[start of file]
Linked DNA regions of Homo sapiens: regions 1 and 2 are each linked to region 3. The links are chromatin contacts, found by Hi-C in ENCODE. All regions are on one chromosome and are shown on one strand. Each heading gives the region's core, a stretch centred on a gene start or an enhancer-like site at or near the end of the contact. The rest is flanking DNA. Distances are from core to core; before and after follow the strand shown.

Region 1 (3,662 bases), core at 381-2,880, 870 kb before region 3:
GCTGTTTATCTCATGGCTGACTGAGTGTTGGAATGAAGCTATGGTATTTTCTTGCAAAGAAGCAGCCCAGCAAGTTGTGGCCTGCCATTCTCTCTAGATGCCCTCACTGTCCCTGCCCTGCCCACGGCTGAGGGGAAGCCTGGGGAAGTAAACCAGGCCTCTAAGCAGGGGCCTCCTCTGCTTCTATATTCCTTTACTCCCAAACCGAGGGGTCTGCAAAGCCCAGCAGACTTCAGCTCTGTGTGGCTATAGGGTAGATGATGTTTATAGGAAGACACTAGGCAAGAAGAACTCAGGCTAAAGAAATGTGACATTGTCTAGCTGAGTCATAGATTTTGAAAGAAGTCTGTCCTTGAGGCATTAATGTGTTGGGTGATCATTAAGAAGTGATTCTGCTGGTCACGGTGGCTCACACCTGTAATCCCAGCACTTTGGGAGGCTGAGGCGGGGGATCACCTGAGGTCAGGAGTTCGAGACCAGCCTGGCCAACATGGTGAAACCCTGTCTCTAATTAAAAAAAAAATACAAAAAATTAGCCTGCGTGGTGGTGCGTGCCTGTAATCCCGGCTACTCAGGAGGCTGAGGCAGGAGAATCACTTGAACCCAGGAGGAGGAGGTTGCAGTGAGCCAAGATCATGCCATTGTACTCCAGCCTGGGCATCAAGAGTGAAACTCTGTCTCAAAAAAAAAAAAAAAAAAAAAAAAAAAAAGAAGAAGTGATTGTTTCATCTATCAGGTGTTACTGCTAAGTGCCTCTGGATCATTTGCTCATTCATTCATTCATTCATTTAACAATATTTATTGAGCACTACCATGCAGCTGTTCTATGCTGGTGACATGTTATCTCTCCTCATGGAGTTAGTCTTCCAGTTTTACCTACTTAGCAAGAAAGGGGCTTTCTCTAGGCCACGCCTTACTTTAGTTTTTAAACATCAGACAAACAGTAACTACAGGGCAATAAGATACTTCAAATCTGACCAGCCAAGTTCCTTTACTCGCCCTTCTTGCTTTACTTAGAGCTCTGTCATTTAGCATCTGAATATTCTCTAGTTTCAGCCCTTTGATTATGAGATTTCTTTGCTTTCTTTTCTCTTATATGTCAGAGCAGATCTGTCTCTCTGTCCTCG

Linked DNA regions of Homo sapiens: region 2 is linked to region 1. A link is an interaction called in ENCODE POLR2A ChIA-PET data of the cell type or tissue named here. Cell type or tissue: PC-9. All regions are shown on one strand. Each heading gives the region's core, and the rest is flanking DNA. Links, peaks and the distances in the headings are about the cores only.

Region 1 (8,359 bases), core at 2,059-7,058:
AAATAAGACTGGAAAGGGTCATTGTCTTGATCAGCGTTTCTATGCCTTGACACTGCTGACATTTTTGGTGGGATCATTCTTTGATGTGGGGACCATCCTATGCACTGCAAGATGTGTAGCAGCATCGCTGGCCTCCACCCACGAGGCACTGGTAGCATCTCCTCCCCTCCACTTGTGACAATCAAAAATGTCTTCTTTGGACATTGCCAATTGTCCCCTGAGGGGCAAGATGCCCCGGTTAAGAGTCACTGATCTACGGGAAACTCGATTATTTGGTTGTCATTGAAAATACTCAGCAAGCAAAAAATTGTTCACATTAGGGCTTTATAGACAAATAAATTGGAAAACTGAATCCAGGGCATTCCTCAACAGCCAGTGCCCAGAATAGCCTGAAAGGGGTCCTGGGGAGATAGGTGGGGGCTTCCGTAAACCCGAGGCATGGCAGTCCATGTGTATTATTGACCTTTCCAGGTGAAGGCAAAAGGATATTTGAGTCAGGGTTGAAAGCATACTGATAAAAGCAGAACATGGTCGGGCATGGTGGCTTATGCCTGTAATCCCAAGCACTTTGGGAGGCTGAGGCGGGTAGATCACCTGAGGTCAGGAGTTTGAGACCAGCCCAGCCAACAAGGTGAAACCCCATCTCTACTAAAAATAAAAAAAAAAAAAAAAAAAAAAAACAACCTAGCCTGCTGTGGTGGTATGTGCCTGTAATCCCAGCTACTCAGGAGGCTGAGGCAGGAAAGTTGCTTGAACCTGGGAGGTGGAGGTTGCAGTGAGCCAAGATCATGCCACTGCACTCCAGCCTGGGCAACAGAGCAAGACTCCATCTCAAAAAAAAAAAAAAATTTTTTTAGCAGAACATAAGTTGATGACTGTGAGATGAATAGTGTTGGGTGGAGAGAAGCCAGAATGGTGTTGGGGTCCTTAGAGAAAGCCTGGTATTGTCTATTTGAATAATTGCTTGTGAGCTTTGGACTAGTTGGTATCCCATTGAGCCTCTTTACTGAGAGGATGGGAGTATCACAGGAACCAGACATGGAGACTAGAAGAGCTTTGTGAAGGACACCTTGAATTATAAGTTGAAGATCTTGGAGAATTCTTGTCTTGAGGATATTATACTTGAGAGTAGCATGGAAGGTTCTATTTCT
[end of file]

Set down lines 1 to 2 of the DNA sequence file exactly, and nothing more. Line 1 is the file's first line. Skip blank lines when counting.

Linked DNA regions of Homo sapiens: regions 1 and 2 are each linked to region 3. The links are chromatin contacts, found by Hi-C in ENCODE. All regions are on one chromosome and are shown on one strand. Each heading gives the region's core, a stretch centred on a gene start or an enhancer-like site at or near the end of the contact. The rest is flanking DNA. Distances are from core to core; before and after follow the strand shown.

Region 1 (3,662 bases), core at 381-2,880, 870 kb before region 3: